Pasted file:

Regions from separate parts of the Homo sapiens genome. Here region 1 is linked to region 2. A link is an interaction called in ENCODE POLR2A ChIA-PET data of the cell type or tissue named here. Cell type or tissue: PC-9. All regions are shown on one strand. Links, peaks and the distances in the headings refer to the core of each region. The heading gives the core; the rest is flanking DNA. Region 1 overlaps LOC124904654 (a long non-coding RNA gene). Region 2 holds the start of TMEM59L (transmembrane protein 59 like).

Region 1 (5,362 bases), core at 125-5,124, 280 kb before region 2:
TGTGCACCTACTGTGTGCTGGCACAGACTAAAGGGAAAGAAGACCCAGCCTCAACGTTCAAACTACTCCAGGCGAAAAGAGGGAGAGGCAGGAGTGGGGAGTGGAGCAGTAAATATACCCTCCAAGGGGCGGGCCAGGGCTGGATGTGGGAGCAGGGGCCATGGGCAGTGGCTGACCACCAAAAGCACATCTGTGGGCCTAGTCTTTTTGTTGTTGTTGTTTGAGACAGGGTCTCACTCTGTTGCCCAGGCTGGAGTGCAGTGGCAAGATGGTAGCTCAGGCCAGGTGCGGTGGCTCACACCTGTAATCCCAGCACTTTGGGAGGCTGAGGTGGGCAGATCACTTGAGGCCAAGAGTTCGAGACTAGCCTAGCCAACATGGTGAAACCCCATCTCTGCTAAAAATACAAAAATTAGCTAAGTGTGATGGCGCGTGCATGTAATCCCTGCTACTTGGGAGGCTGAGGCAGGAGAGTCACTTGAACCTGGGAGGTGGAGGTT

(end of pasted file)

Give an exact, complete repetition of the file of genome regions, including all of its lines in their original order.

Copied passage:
Regions from separate parts of the Homo sapiens genome. Here region 1 is linked to region 2. A link is an interaction called in ENCODE POLR2A ChIA-PET data of the cell type or tissue named here. Cell type or tissue: PC-9. All regions are shown on one strand. Links, peaks and the distances in the headings refer to the core of each region. The heading gives the core; the rest is flanking DNA. Region 1 overlaps LOC124904654 (a long non-coding RNA gene). Region 2 holds the start of TMEM59L (transmembrane protein 59 like).

Region 1 (5,362 bases), core at 125-5,124, 280 kb before region 2:
TGTGCACCTACTGTGTGCTGGCACAGACTAAAGGGAAAGAAGACCCAGCCTCAACGTTCAAACTACTCCAGGCGAAAAGAGGGAGAGGCAGGAGTGGGGAGTGGAGCAGTAAATATACCCTCCAAGGGGCGGGCCAGGGCTGGATGTGGGAGCAGGGGCCATGGGCAGTGGCTGACCACCAAAAGCACATCTGTGGGCCTAGTCTTTTTGTTGTTGTTGTTTGAGACAGGGTCTCACTCTGTTGCCCAGGCTGGAGTGCAGTGGCAAGATGGTAGCTCAGGCCAGGTGCGGTGGCTCACACCTGTAATCCCAGCACTTTGGGAGGCTGAGGTGGGCAGATCACTTGAGGCCAAGAGTTCGAGACTAGCCTAGCCAACATGGTGAAACCCCATCTCTGCTAAAAATACAAAAATTAGCTAAGTGTGATGGCGCGTGCATGTAATCCCTGCTACTTGGGAGGCTGAGGCAGGAGAGTCACTTGAACCTGGGAGGTGGAGGTT